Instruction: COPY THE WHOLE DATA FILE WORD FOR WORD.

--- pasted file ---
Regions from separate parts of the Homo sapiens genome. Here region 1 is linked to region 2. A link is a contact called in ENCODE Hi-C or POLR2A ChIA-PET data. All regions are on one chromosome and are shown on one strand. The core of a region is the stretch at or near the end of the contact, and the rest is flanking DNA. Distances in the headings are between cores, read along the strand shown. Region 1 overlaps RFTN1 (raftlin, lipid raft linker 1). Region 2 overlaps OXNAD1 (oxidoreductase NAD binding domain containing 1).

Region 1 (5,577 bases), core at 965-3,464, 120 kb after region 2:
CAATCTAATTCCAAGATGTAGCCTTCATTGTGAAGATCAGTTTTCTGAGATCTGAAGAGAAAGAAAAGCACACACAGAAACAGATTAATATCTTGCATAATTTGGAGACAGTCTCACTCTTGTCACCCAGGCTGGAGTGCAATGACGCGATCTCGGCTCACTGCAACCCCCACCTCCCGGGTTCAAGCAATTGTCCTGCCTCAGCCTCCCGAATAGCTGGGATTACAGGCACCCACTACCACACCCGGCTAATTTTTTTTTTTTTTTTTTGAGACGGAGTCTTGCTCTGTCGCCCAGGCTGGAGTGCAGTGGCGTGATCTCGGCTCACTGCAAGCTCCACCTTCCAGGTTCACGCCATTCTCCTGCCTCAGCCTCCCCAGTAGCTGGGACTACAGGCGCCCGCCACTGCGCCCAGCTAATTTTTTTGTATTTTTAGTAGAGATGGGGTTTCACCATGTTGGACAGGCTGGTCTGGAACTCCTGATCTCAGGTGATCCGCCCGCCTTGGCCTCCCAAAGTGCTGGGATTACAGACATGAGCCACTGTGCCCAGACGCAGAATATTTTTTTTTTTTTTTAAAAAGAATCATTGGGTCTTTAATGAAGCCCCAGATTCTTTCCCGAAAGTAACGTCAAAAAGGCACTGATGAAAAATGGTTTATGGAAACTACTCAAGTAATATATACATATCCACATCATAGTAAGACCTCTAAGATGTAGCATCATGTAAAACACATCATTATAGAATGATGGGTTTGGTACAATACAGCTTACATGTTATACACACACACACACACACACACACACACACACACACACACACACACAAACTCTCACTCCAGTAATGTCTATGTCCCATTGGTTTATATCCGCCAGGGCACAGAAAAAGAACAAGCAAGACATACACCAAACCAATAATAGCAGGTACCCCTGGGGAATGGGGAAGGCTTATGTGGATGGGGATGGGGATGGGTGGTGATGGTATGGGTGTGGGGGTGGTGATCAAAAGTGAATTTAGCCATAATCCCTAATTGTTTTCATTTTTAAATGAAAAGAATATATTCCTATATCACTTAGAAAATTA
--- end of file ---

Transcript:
Regions from separate parts of the Homo sapiens genome. Here region 1 is linked to region 2. A link is a contact called in ENCODE Hi-C or POLR2A ChIA-PET data. All regions are on one chromosome and are shown on one strand. The core of a region is the stretch at or near the end of the contact, and the rest is flanking DNA. Distances in the headings are between cores, read along the strand shown. Region 1 overlaps RFTN1 (raftlin, lipid raft linker 1). Region 2 overlaps OXNAD1 (oxidoreductase NAD binding domain containing 1).

Region 1 (5,577 bases), core at 965-3,464, 120 kb after region 2:
CAATCTAATTCCAAGATGTAGCCTTCATTGTGAAGATCAGTTTTCTGAGATCTGAAGAGAAAGAAAAGCACACACAGAAACAGATTAATATCTTGCATAATTTGGAGACAGTCTCACTCTTGTCACCCAGGCTGGAGTGCAATGACGCGATCTCGGCTCACTGCAACCCCCACCTCCCGGGTTCAAGCAATTGTCCTGCCTCAGCCTCCCGAATAGCTGGGATTACAGGCACCCACTACCACACCCGGCTAATTTTTTTTTTTTTTTTTTGAGACGGAGTCTTGCTCTGTCGCCCAGGCTGGAGTGCAGTGGCGTGATCTCGGCTCACTGCAAGCTCCACCTTCCAGGTTCACGCCATTCTCCTGCCTCAGCCTCCCCAGTAGCTGGGACTACAGGCGCCCGCCACTGCGCCCAGCTAATTTTTTTGTATTTTTAGTAGAGATGGGGTTTCACCATGTTGGACAGGCTGGTCTGGAACTCCTGATCTCAGGTGATCCGCCCGCCTTGGCCTCCCAAAGTGCTGGGATTACAGACATGAGCCACTGTGCCCAGACGCAGAATATTTTTTTTTTTTTTTAAAAAGAATCATTGGGTCTTTAATGAAGCCCCAGATTCTTTCCCGAAAGTAACGTCAAAAAGGCACTGATGAAAAATGGTTTATGGAAACTACTCAAGTAATATATACATATCCACATCATAGTAAGACCTCTAAGATGTAGCATCATGTAAAACACATCATTATAGAATGATGGGTTTGGTACAATACAGCTTACATGTTATACACACACACACACACACACACACACACACACACACACACACACACAAACTCTCACTCCAGTAATGTCTATGTCCCATTGGTTTATATCCGCCAGGGCACAGAAAAAGAACAAGCAAGACATACACCAAACCAATAATAGCAGGTACCCCTGGGGAATGGGGAAGGCTTATGTGGATGGGGATGGGGATGGGTGGTGATGGTATGGGTGTGGGGGTGGTGATCAAAAGTGAATTTAGCCATAATCCCTAATTGTTTTCATTTTTAAATGAAAAGAATATATTCCTATATCACTTAGAAAATTA